Geekout 13 Xbox Ones big news wireless power and Kingdom Rush

first_imgAs we get closer to the end of the week, reflecting on some of the craziness of the past few days was clearly in order. This week’s Geekout gave us a little bit of time to stop and reflect on some of the goings-on in the tech world.Microsoft is still making headlines, and unfortunately they still aren’t good ones (at least in my opinion). The company has reversed its Xbox One policies due to the intense negative feedback, but in doing so managed to strip some of the features that were exciting about the console. At the end of the day, though, the PS4 is still $100 cheaper and the positive vibe surrounding Sony right now is going to carry on for a little while.The real question is whether or not the infamously short attention span of the internet collective will help or hurt Microsoft and its Xbox One come launch time.Intel looks ready to help do something about the incredibly slow progress of wireless power solutions, but instead of teaming up with the better known Wireless Power Consortium (WPC) to help make Qi better it looks like Intel has taken sides with the Alliance for Wireless Power (A4WP). While that doesn’t mean Intel will refuse to work with the WPC in the future, it does give cause to step back and wait for the possibility that A4WP and Intel will be pushing new wireless charging tech in the next generation of phones.In our video this week, Sal and Russ spent some time talking about their experiences with Kingdom Rush. This impressive tower defense game is new to the Google Play Store, but a sequel to the game is already available on the App Store. Our app of the week was a look at a new fitness app which took the 7 Minute Workout and stuck it in app form, making it easier to track your progress. (The maker of the app is EndLoop Systems, if this wasn’t entirely clear in the video.)Our weekly Geekouts happen live over on our Google+ page so if you’ve got a topic you’d like us to talk about on next week’s broadcast, leave us a message over there or right here in the comments.last_img read more

Oculus Rift and Kinect combine to create virtual reality Paperboy game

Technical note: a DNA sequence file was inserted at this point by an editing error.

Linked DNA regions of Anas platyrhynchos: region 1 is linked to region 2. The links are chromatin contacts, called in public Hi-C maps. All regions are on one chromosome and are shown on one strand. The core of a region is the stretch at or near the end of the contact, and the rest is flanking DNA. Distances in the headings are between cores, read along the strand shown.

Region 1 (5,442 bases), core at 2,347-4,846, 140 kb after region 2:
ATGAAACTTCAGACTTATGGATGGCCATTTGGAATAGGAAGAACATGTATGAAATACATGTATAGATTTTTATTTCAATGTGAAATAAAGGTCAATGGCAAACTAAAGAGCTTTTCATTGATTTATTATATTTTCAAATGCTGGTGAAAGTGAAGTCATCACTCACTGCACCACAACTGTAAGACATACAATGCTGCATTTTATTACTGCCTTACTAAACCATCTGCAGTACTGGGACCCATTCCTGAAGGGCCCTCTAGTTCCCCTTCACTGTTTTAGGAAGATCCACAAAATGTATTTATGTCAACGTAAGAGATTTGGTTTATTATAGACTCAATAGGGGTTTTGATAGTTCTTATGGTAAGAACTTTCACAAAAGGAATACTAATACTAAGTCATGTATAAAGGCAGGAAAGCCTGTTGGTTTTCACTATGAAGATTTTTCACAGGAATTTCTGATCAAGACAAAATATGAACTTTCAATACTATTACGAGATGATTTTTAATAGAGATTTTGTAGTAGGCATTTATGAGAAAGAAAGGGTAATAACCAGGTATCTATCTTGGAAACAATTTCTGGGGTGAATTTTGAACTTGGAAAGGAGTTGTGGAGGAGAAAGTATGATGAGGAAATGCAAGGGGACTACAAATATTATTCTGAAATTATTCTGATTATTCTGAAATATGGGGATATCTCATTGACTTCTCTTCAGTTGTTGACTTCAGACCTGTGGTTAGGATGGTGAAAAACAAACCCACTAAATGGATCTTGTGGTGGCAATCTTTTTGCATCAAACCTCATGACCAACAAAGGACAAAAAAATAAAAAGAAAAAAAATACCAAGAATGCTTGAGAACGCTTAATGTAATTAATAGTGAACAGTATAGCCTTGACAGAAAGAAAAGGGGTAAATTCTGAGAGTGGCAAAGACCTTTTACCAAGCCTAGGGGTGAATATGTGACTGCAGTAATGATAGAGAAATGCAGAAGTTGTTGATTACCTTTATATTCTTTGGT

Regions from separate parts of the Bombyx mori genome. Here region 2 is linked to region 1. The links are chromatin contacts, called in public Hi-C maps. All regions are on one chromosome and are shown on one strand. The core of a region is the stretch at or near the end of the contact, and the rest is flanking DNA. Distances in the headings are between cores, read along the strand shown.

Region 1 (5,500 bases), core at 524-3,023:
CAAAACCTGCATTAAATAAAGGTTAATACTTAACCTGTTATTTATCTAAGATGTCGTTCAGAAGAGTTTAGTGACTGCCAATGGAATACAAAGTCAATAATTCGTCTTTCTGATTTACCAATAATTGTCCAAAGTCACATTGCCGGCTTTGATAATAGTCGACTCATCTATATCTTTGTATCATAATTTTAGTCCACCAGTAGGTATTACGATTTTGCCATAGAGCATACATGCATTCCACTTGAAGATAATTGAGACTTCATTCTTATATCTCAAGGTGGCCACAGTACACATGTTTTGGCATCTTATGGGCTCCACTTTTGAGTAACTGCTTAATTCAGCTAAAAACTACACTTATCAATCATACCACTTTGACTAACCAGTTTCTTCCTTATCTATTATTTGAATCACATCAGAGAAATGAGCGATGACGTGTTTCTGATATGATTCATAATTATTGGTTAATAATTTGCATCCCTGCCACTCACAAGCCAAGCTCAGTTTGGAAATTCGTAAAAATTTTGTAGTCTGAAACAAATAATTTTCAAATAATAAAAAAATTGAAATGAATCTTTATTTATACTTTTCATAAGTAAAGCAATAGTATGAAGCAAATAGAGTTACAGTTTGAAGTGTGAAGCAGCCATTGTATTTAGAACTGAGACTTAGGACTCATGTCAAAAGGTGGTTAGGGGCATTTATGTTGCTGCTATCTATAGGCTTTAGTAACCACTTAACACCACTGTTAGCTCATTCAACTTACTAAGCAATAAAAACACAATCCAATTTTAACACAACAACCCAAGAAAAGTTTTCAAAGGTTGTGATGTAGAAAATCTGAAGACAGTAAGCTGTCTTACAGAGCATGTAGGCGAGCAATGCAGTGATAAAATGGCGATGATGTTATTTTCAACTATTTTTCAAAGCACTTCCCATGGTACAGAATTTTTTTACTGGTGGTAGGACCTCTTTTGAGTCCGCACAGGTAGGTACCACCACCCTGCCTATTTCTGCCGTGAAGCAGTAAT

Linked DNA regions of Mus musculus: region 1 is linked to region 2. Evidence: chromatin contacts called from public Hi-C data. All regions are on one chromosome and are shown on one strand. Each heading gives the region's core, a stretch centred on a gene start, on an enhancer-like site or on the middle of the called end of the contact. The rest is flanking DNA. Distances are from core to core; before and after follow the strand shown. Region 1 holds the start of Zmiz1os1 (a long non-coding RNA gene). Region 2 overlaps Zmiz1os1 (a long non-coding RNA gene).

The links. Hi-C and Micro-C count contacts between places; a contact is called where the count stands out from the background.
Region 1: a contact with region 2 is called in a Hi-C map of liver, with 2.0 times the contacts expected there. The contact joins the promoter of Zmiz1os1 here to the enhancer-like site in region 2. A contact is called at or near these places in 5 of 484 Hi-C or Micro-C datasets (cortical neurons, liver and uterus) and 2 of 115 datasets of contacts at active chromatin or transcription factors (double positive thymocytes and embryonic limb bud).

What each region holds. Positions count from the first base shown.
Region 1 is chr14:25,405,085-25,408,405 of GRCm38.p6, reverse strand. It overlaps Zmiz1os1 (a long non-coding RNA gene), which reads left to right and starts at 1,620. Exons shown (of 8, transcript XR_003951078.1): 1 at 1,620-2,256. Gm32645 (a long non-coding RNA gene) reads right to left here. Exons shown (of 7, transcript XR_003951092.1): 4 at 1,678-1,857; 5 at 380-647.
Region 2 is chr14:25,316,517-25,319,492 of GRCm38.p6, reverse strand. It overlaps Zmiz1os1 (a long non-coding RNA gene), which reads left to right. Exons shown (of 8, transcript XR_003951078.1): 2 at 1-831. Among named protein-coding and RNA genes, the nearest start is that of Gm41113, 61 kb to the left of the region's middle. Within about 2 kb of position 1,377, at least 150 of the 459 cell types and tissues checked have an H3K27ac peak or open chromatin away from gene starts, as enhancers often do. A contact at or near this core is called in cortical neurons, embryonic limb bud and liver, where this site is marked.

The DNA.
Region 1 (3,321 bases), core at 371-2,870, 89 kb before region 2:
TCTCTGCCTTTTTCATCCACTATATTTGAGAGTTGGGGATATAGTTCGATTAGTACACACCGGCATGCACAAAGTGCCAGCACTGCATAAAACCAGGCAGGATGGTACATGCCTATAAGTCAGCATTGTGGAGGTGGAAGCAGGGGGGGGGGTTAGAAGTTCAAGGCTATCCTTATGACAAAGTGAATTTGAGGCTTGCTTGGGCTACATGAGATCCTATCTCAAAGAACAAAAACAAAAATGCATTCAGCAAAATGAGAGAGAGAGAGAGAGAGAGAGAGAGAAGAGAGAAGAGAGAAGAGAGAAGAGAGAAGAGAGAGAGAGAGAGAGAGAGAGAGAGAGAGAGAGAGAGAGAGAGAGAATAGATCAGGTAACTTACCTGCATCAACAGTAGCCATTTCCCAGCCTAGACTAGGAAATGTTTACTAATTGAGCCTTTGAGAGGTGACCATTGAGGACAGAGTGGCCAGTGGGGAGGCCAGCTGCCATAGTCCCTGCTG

first_imgAlthough the Oculus Rift is a great piece of kit on its own, it is fast becoming apparent the VR headset becomes even better when combined with other bits of tech. The Omni treadmill can be used to make moving around easy, and Atlas will enable holodecks to be a reality. Now creative tech company Globalcore has taken Oculus Rift in another direction by combining it with an bike and a Kinect sensor.Globalcore’s ultimate goal was to create a virtual reality version of the classic game Paperboy. They have fittingly called it PaperDude VR. The game was made possible by combining four pieces of tech. The Oculus Rift, Kinect, KickR, and a bike.The KickR sensor is used in conjunction with an iPad to tell how fast the bike is traveling, which is then relayed to the 3D world being viewed through the Oculus Rift. The Kinect is used to track the position and motion of the player’s arms. When they make a throwing action, it throws a paper in the given direction in the game. As for the 3D world of the game itself, it was created using Unity, with Minecraft-style blocky graphics.I think it’s the addition of Kinect that really makes this work as you can actually see your own hands and arms moving around without actually having to hold a controller. It must be weird at first, but it’s a really natural interface because you are doing the exact same actions as you would on a real bike throwing real papers.PowerDude VR certainly isn’t cheap to setup, and that’s mainly because of the $1,100 the KickR sensors costs. Add in the Oculus Rift, Kinect, and iPad, and this becomes a pretty expensive game of Paperboy.last_img read more

Xbox One can handle eight wireless controllers at once

first_imgMultiplayer gaming has shifted over the last generation of consoles from the person sitting next to you to thousands of potential opponents online. Still, the Xbox 360 was capable of supporting up to four controllers at once therefore allowing a decent size group to game together in the same room.The Xbox One is taking that connectivity a step further, though. Microsoft’s next-gen machine will cope with having up to eight wireless controllers connected at once. And those controllers can be up to 30 feet away from the console.Eight controllers may seem like overkill. I don’t think many games are going to ship with support for 8 players at once sitting there sharing a single TV, although, it does give Codemasters an incentive to develop a brand new Micro Machines game and football fans will be happy. However, I don’t think this is about eight gamers-eight controllers, it’s the potential for peripherals. By allowing so many connections Microsoft has set the Xbox One up to allow a gamer to connect multiple input devices and leave them connected.Microsoft has already stated that Kinect will be used to identify which player is holding a controller, so maybe that feature can be used intelligently with up to eight controllers. Say you have seven friends come over for a Killer Instinct tournament. They could all bring their own controllers, Xbox One can connect to all of them at once, and Kinect just figures out who’s turn it is to fight based on where they are sitting. That sounds like a great system to me if it works, and I’m sure there are other use cases.You also have to consider whether Microsoft did this just because they could, or because they saw a genuinely new use case that they have yet to announce or focus on in any way. One thing is for sure though, peripheral manufacturers will be looking at this and figuring out if there’s any new gadgets they can market to fill up a few of those controller slots.last_img read more